Spokeswoman Caroline Shaw said in an e-mail Jan. 27 that Rachel Alexandra and the colt are expected to return to Stonestreet Farm in a couple of days, barring unforeseen issues.

They were taken to Rood and Riddle Equine Clinic in Lexington “as a precautionary measure,” the e-mail said.

Continue reading >>

In a press release issued by the owner, it says the mare and foal are expected to return to the farm in a couple of days.

“Rachel has proven to be an extraordinary mother and taking to her feisty colt right away,” said owner Barbara Banke. “I’m a Rachel-chondriac. We are taking every precaution to ensure that Rachel and her colt are healthy and happy.”

The Paulick Report >>

Thoroughbred racehorses all traced to one 17th-century mare

Horse Racing

Cross-posted from ABC News Blogs

Written by NED POTTER

Horse Racing
A team of geneticists has now traced the Thoroughbred's talent for speed back to a single ancestor.

All the great names in thoroughbred horse racing — from Secretariat to Man O’War, from Seabiscuit to Seattle Slew — they’re all related, and a team of geneticists has now traced their talent for speed back to a single ancestor. The “speed gene” that made them all so fast was apparently a genetic aberration, and it probably started with one British mare who lived in the mid-17th century.

Emmeline Hill of University College Dublin led a team that analyzed DNA in 593 horses from 22 modern breeds, as well as museum specimens from 12 historically famous stallions. Modern genetics have become sophisticated enough that they could tell, with considerable precision, what the horses had in common.

“The results show that the ‘speed gene’ entered the thoroughbred from a single founder, which was most likely a British mare about 300 years ago when local British horse types were the pre-eminent racing horses, prior to the formal foundation of the thoroughbred racehorse,” said Hill in a prepared statement.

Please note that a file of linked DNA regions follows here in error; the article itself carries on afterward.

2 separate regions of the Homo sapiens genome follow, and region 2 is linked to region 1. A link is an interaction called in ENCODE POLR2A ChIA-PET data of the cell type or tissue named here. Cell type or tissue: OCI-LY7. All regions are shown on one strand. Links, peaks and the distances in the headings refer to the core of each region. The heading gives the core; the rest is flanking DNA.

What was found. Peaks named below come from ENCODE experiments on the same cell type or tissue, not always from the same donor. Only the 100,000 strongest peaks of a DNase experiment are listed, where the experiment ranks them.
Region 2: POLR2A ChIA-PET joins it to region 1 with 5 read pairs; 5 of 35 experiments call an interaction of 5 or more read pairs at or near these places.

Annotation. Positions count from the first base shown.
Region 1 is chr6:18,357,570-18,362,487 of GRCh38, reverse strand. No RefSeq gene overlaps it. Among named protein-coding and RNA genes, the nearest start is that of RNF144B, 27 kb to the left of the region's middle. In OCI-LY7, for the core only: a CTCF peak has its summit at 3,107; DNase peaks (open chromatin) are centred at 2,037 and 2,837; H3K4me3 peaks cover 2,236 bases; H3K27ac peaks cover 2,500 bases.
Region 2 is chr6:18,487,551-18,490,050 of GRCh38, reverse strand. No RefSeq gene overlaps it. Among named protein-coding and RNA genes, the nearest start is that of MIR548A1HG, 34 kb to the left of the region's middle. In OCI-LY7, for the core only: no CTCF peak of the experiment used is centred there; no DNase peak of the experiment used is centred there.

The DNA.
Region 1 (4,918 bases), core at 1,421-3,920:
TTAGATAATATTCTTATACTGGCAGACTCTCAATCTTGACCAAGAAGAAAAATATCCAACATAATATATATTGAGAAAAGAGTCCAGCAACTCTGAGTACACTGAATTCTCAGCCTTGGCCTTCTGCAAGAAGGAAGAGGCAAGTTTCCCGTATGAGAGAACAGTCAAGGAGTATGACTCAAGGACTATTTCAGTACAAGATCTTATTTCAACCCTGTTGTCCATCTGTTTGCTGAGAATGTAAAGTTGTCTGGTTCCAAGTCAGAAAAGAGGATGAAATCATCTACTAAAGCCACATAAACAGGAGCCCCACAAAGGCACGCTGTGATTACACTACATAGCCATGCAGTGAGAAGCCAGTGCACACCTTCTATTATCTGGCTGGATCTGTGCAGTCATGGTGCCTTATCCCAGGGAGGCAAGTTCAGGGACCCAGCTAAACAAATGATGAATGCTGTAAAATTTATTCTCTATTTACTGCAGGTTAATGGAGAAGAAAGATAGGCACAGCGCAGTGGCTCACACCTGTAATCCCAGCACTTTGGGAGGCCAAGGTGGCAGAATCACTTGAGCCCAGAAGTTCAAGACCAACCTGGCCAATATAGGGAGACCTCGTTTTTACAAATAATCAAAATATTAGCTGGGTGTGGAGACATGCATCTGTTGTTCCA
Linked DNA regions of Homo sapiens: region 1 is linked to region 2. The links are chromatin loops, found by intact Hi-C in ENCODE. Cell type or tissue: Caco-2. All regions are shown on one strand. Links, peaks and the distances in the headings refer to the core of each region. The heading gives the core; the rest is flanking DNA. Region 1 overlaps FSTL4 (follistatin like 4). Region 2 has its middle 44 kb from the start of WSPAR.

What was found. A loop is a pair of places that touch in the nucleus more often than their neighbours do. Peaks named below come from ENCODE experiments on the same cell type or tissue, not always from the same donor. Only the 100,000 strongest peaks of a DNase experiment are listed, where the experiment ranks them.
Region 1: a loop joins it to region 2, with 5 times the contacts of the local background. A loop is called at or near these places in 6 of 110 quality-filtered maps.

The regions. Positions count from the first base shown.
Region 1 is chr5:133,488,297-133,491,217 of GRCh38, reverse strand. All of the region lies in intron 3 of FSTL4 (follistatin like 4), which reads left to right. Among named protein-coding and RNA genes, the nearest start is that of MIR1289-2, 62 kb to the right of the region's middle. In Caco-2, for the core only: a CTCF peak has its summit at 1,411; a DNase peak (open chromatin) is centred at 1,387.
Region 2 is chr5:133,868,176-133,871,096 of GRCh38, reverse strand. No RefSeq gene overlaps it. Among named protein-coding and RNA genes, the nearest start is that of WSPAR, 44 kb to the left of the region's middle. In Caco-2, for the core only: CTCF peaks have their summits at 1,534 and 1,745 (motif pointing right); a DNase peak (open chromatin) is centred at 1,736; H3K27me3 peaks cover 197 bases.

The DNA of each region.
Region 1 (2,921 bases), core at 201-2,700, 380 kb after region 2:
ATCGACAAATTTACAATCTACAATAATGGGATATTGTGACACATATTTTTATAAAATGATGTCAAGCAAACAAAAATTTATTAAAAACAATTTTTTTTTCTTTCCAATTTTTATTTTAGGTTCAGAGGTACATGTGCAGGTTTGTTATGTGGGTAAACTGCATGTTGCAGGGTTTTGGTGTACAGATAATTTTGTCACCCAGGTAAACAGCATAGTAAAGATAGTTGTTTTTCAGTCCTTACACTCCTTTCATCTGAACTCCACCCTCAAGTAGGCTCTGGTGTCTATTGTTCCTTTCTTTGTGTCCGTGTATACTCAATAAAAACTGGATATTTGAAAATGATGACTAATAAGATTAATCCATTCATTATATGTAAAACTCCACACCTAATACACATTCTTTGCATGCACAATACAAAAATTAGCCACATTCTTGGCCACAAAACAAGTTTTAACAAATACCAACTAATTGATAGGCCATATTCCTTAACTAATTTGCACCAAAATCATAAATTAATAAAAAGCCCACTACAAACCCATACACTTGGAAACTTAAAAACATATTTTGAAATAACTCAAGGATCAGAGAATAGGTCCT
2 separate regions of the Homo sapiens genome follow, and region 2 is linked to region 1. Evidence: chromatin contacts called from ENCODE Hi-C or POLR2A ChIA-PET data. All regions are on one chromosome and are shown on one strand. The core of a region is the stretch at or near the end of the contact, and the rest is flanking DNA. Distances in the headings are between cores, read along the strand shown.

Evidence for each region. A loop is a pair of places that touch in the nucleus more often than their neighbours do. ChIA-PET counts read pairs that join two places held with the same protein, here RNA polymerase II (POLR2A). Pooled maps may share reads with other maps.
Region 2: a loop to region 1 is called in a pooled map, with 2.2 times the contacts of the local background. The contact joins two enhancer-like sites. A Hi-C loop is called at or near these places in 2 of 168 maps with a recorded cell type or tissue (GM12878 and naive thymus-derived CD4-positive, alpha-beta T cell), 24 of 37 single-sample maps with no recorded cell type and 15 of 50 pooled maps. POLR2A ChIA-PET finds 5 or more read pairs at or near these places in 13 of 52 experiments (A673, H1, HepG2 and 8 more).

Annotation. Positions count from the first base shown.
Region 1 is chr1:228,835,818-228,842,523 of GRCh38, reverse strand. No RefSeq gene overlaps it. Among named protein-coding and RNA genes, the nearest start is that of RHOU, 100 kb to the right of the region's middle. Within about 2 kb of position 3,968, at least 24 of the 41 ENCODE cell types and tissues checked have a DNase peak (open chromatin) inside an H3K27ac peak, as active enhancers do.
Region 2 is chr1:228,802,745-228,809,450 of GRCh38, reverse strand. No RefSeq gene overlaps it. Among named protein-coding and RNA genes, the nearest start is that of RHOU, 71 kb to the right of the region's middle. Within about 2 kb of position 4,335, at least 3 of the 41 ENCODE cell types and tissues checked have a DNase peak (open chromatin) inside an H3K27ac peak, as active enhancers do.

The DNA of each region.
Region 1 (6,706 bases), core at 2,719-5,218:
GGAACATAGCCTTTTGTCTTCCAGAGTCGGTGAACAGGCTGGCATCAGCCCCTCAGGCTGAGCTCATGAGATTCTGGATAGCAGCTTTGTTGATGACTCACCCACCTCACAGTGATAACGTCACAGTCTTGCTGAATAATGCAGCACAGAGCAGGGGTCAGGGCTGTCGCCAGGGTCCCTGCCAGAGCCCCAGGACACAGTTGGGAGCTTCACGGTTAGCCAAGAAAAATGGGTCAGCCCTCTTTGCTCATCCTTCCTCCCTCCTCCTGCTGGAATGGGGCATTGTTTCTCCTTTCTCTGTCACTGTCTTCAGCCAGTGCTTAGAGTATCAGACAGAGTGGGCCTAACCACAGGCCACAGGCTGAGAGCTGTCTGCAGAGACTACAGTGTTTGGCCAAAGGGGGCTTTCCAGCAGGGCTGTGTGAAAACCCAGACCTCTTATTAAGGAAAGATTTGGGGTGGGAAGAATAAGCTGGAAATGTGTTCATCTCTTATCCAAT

She and her colleagues published their findings in the journal Nature Communications.

Read full post >>

What’s going on here? Breed integrity in horse racing

It will likely be years before a firm rule either further restricting race-day Salix or banning it outright is implemented. In the meantime, the globalization of racing will continue. Considering many trainers and breeders overseas already view American bloodlines as suspect and “tainted,” now is the time to begin debating how we will ensure the integrity of our bloodlines when medication no longer allows us to hide our flaws.

This is the final paragraph of an article by Eric Mitchell called “Breeding Integrity”, writing for The Blood-Horse.

It follows the International Summit on Race Day Medication, EIPH and the Racehorse held at Belmont Park, June 13-14.

Begin debating? What’s to debate, except how best and how fast they can implement the changes necessary to bring American racing in line with other nations who have found effective, workable solutions to what appears to confound the industry in the United States, even after being properly schooled on exactly those points during the recent Summit.

Initial responses to this question are typically, it’s all about the money. Accepting that as a rational argument, because in America everything is always about the money, who in their right minds believe that they can continue to make money producing a flawed product that nobody wants to buy or use, or only use a year or two before it breaks?

In this case, of course, sadly the “it” is not actually a product, but a living, feeling being — the racehorse — who for the most part is abused from the beginning to the end of his or her career, and the only reason we are interested.

I admit I smirk at columnists and commentators who claim that horse racing is stronger than ever in North America. I wonder what planet they inhabit.

Mr. Mitchell at least seems to have his feet firmly planted on planet earth, but he may find himself in lonely company where he stands.

Read full story >>

Racehorse Performance Enhancing Graphic May 2005 NYT
Racehorse Performance Enhancing Graphic, May 2005, New York Times. This graphic accompanied an article by Joe Drape on racehorse doping. Click to enlarge.

Joe Drape who writes for the New York Times is a comrade of sorts, and has written about the doping of racehorses from what I can tell, around about 2005. During the Summit, Mr. Drape wrote:

The American thoroughbred industry has acknowledged recently that it is in trouble, and on Monday, its counterparts from around the world told it why: it races too often, allows race-day medications that prop up inferior horses and is paying the price for these flaws with plummeting sales at breeding auctions.

That was about a week ago. What happened?

Read full article >>

For further information, please see our in depth reports on breeding and drugs in horse racing.


Next up: Racing Through the Slaughter Pipeline